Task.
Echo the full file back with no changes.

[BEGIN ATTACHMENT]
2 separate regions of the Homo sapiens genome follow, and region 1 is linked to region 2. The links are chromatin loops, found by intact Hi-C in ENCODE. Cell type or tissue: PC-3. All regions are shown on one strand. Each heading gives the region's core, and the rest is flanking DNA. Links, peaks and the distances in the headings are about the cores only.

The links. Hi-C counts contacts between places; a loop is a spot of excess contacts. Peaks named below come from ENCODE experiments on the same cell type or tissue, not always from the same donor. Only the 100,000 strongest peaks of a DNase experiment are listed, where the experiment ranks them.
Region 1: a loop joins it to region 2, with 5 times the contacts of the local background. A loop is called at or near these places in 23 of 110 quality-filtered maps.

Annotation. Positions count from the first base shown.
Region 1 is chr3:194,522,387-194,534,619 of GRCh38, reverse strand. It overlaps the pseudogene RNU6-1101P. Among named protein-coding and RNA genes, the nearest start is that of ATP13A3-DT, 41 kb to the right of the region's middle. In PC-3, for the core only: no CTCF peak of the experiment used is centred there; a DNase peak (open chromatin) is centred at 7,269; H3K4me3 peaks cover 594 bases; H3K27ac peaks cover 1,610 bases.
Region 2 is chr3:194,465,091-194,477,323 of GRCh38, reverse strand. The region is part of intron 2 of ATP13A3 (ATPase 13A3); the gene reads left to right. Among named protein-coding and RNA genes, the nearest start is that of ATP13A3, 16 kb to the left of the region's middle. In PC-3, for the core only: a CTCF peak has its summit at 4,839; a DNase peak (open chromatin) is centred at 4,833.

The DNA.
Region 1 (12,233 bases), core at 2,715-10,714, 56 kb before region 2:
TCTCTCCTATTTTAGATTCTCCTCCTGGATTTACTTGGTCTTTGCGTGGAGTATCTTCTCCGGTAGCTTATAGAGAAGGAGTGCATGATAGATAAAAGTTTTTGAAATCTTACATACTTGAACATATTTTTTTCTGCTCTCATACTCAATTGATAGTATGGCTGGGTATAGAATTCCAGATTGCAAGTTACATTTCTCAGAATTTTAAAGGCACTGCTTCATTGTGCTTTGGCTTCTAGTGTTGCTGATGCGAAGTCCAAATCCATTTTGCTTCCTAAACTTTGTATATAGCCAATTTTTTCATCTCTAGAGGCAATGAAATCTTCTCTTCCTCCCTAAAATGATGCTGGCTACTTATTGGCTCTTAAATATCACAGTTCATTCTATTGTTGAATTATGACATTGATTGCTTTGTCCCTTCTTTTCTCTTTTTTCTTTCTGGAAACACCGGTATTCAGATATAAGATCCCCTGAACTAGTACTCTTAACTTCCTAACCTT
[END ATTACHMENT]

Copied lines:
2 separate regions of the Homo sapiens genome follow, and region 1 is linked to region 2. The links are chromatin loops, found by intact Hi-C in ENCODE. Cell type or tissue: PC-3. All regions are shown on one strand. Each heading gives the region's core, and the rest is flanking DNA. Links, peaks and the distances in the headings are about the cores only.

The links. Hi-C counts contacts between places; a loop is a spot of excess contacts. Peaks named below come from ENCODE experiments on the same cell type or tissue, not always from the same donor. Only the 100,000 strongest peaks of a DNase experiment are listed, where the experiment ranks them.
Region 1: a loop joins it to region 2, with 5 times the contacts of the local background. A loop is called at or near these places in 23 of 110 quality-filtered maps.

Annotation. Positions count from the first base shown.
Region 1 is chr3:194,522,387-194,534,619 of GRCh38, reverse strand. It overlaps the pseudogene RNU6-1101P. Among named protein-coding and RNA genes, the nearest start is that of ATP13A3-DT, 41 kb to the right of the region's middle. In PC-3, for the core only: no CTCF peak of the experiment used is centred there; a DNase peak (open chromatin) is centred at 7,269; H3K4me3 peaks cover 594 bases; H3K27ac peaks cover 1,610 bases.
Region 2 is chr3:194,465,091-194,477,323 of GRCh38, reverse strand. The region is part of intron 2 of ATP13A3 (ATPase 13A3); the gene reads left to right. Among named protein-coding and RNA genes, the nearest start is that of ATP13A3, 16 kb to the left of the region's middle. In PC-3, for the core only: a CTCF peak has its summit at 4,839; a DNase peak (open chromatin) is centred at 4,833.

The DNA.
Region 1 (12,233 bases), core at 2,715-10,714, 56 kb before region 2:
TCTCTCCTATTTTAGATTCTCCTCCTGGATTTACTTGGTCTTTGCGTGGAGTATCTTCTCCGGTAGCTTATAGAGAAGGAGTGCATGATAGATAAAAGTTTTTGAAATCTTACATACTTGAACATATTTTTTTCTGCTCTCATACTCAATTGATAGTATGGCTGGGTATAGAATTCCAGATTGCAAGTTACATTTCTCAGAATTTTAAAGGCACTGCTTCATTGTGCTTTGGCTTCTAGTGTTGCTGATGCGAAGTCCAAATCCATTTTGCTTCCTAAACTTTGTATATAGCCAATTTTTTCATCTCTAGAGGCAATGAAATCTTCTCTTCCTCCCTAAAATGATGCTGGCTACTTATTGGCTCTTAAATATCACAGTTCATTCTATTGTTGAATTATGACATTGATTGCTTTGTCCCTTCTTTTCTCTTTTTTCTTTCTGGAAACACCGGTATTCAGATATAAGATCCCCTGAACTAGTACTCTTAACTTCCTAACCTT